• Systemic Mastocytosis. This rare cancer occurs when too many mast cells are produced. Mast cells are a type of white cell that help protect our bodies against disease; they are particularly important in fighting infections and helping heal infections.

What Is Lymphoma?

Lymphoma occurs when lymphocytes change or mutate – when mutated, they either live longer or reproduce faster and don’t function normally. Because lymphocytes travel throughout the lymphatic system, cancer may spread to other parts of the body, including our bone marrow, spleen, lymph nodes or other organs. The symptoms are vague – fever, chills, weight loss, no energy or swollen lymph nodes.
It is the most commonly diagnosed of the blood cancers. There are three major types of lymphoma.

• Non-Hodgkin Lymphoma (NHL). NHL is actually a family of similar cancers called lymphoid neoplasms. There are about 90 different types within this family of cancers. They fall broadly into two categories … B-cell lymphomas and natural killer (NK)/T-cell lymphomas. About 80,000 people in the U.S. are diagnosed each year.
• Chronic Lymphocytic Leukemia/Small Lymphocytic Lymphoma (CLL/SLL). These two types of lymphoma are essentially the same. If most of the cancer cells are circulating in the bloodstream and are in the bone marrow, it is considered CLL. If most of the cancer cells are found in the lymph nodes, then it is categorized as SLL. About 19,000 cases are diagnosed in the U.S. each year. Sometimes, there are no symptoms, and the disease is picked up through routine blood work.
• Hodgkin Lymphoma (HL). Diagnosed in about 9,000 people annually, HL is another variation of lymphoma. Very large cells, called Reed-Sternberg (RS) cells, are the signature cell for diagnosis. Also called Hodgkin disease, it usually occurs in young adults, 15-35 and in adults over 50.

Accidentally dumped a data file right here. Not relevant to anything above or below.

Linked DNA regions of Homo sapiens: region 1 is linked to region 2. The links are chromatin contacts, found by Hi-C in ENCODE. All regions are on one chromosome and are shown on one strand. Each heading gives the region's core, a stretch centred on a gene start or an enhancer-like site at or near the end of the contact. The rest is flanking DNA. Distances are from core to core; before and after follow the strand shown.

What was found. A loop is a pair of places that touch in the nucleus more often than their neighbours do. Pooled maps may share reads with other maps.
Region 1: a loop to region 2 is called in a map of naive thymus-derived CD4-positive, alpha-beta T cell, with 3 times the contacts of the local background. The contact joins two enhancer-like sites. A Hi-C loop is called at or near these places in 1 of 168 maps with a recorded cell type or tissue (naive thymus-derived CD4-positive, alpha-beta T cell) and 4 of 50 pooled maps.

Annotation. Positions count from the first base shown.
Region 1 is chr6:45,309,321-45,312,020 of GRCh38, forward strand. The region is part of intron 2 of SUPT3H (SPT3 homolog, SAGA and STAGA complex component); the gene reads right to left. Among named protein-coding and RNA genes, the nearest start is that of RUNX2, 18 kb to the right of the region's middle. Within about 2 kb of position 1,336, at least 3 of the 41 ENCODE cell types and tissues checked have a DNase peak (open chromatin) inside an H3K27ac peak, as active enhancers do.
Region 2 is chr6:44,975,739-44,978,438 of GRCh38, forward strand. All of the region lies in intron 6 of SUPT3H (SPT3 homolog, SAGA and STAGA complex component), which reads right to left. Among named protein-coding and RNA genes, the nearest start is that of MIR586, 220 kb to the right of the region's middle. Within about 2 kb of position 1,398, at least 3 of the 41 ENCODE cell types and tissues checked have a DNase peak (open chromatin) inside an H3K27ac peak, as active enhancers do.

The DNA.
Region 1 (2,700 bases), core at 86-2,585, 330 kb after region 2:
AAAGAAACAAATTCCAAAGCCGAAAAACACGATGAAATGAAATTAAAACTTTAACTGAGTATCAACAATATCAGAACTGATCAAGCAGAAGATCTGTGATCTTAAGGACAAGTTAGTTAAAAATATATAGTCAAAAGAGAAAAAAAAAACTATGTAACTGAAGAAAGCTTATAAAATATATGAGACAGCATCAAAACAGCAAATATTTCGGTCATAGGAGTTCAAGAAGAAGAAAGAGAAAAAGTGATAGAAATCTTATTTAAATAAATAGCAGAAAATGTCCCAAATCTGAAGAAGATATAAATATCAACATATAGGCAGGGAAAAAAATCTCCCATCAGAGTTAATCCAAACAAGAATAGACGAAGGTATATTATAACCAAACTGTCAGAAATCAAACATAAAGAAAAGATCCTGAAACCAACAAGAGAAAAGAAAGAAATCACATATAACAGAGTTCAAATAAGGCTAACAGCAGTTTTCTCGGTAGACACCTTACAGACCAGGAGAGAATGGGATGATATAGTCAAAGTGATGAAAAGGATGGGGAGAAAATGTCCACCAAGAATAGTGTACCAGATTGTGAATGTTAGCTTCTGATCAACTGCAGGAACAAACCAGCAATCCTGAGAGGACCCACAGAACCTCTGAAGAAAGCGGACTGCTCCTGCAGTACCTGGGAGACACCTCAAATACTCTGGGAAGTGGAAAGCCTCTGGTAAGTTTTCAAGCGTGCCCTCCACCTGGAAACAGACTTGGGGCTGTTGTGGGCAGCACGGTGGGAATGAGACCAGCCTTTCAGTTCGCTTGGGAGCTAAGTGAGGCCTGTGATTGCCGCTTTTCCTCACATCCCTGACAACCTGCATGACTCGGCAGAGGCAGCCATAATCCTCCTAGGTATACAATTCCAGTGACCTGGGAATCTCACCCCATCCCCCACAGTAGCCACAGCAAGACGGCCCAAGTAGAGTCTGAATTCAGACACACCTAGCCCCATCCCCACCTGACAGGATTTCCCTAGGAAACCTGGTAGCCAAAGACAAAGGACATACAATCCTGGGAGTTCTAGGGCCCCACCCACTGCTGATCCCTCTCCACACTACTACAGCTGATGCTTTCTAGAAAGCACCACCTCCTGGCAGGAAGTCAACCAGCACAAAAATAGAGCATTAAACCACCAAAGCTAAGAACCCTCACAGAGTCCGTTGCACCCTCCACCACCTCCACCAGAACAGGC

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What Is Myeloma?

Myeloma is also called multiple myeloma – the two terms are interchangeable. Myeloma is cancer of the plasma cells. Myeloma cells adversely affect the production of antibodies causing a patient’s immune system to weaken and prone to infections. They also interfere with the production of red and white cells. An abnormally high number of myeloma cells may cause kidney damage. The myeloma cells may produce a product that causes the destruction of our bones, causing bone pain or even a fracture. Because the myeloma cells are circulating through our bloodstream, these cells deposit in several places – hence, the term “multiple” is often used.

Some 30,000+ people in the U.S. are diagnosed annually. African-Americans are almost twice as likely to develop myeloma as Caucasians. The Leukemia and Lymphoma Society has developed a special initiative to ensure that African-American patients have access to the latest research and treatment for myeloma.

The Bottom Line …

Blood cancer strikes about 175,000 people in the United States every year – that’s one person every three minutes. We may not be as familiar with the names of these cancers; hopefully, now we’ll understand a little bit more about what our fellow WhatNexters are experiencing.